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Monday, December 22, 2008

Join me in Alaska--June 6-14

In June I'll be leading an Audubon Odyssey cruise out of Juneau. Come join me if you like whales and seabirds! Details here.

Magpies, etc.

I made a quick trip out to Utah and Idaho last week for my grandfather's funeral. Not much time for birding, but did get to spend some time watching magpies. I love those birds. So social. Stunning black and white pattern. I know farmers don't like them...but taken on their own terms, they are great birds.

I also saw several Rough-legged Hawks on my trip. I don't get to see these birds here in PA, so that was nice.

Mostly I just saw a lot of snow and sage. I nice tonic to the overdeveloped landscape I live in here in the East.

Thursday, December 11, 2008

Pie Birds

OK, not sure why I never knew about this one, but just found out about the tradition of placing ceramic birds as steam vents on baking pies. Pretty cool. Two of my favorite things. Birds and Pies. Awesome!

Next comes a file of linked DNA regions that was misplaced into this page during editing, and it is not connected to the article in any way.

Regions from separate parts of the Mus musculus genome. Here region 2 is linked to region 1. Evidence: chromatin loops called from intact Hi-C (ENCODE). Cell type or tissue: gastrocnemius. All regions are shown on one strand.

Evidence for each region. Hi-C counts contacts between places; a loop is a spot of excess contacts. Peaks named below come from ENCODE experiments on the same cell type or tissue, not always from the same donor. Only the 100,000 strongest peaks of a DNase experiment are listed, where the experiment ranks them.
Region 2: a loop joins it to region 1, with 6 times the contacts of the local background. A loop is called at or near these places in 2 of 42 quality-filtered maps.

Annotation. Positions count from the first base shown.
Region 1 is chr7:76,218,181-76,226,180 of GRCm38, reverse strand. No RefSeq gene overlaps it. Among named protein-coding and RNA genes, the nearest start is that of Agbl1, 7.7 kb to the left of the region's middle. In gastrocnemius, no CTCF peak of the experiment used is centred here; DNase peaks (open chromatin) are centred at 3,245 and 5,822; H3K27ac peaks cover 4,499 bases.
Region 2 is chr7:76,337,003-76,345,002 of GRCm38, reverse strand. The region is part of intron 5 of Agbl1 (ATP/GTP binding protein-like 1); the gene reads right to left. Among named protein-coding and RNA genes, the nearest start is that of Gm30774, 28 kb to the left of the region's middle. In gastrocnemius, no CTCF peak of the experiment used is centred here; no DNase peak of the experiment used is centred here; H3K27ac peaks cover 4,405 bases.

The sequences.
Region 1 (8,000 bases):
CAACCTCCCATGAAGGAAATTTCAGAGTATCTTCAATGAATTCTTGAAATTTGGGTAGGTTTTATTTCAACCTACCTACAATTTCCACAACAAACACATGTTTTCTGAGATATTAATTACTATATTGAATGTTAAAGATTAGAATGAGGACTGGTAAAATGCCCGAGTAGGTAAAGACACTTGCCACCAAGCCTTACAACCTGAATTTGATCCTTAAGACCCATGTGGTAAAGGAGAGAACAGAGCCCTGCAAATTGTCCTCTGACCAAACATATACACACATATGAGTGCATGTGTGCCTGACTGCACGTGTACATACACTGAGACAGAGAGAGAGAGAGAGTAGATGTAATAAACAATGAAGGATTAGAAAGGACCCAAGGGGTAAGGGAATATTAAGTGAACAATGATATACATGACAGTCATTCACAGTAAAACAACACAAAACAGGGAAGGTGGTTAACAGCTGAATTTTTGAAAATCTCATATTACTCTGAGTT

Image: Wikipedia

FeederWatch Day

Thursday and Friday is Project FeederWatch day at work. Most days I can see 15-20 species at our feeders, but FeederWatch days are a nice excuse to pay a little more attention and try and see even more birds coming to the feeders or hiding in the bushes. A Downy Woodpecker (the official PFW bird!) just showed up with my House Finches, Tufted Titmice, Carolina Chickadees, Dark-eyed Juncos, White-throated Sparrows, and White-breasted Nuthatches. Will today be a four or even five woodpecker day? Every FeederWatch day is an adventure--its exciting to see what shows up. You don't have to be a crack birder to participate. If you know the common birds in your yard that's enough to get started. So, if you need a little excitement in your life, check out the Project FeederWatch website and give yourself a FeederWatch day every week to add a little spice to your routine.

Wednesday, December 10, 2008

Sungrebe in New Mexico--anything is possible!

In case you didn't hear, a Sungrebe (a tropical water bird never before seen north of Mexico) was photographed in New Mexico last month. Almost nobody ever guessed that this bird would show up north of the border, let alone in central New Mexico. If you haven't seen the photos of this bird yet, wander over to the Sungrebe page on the Arizona Field Ornithologists website for a treat. Keep your eyes open out never know what you may see!

Methane Burned Kestrel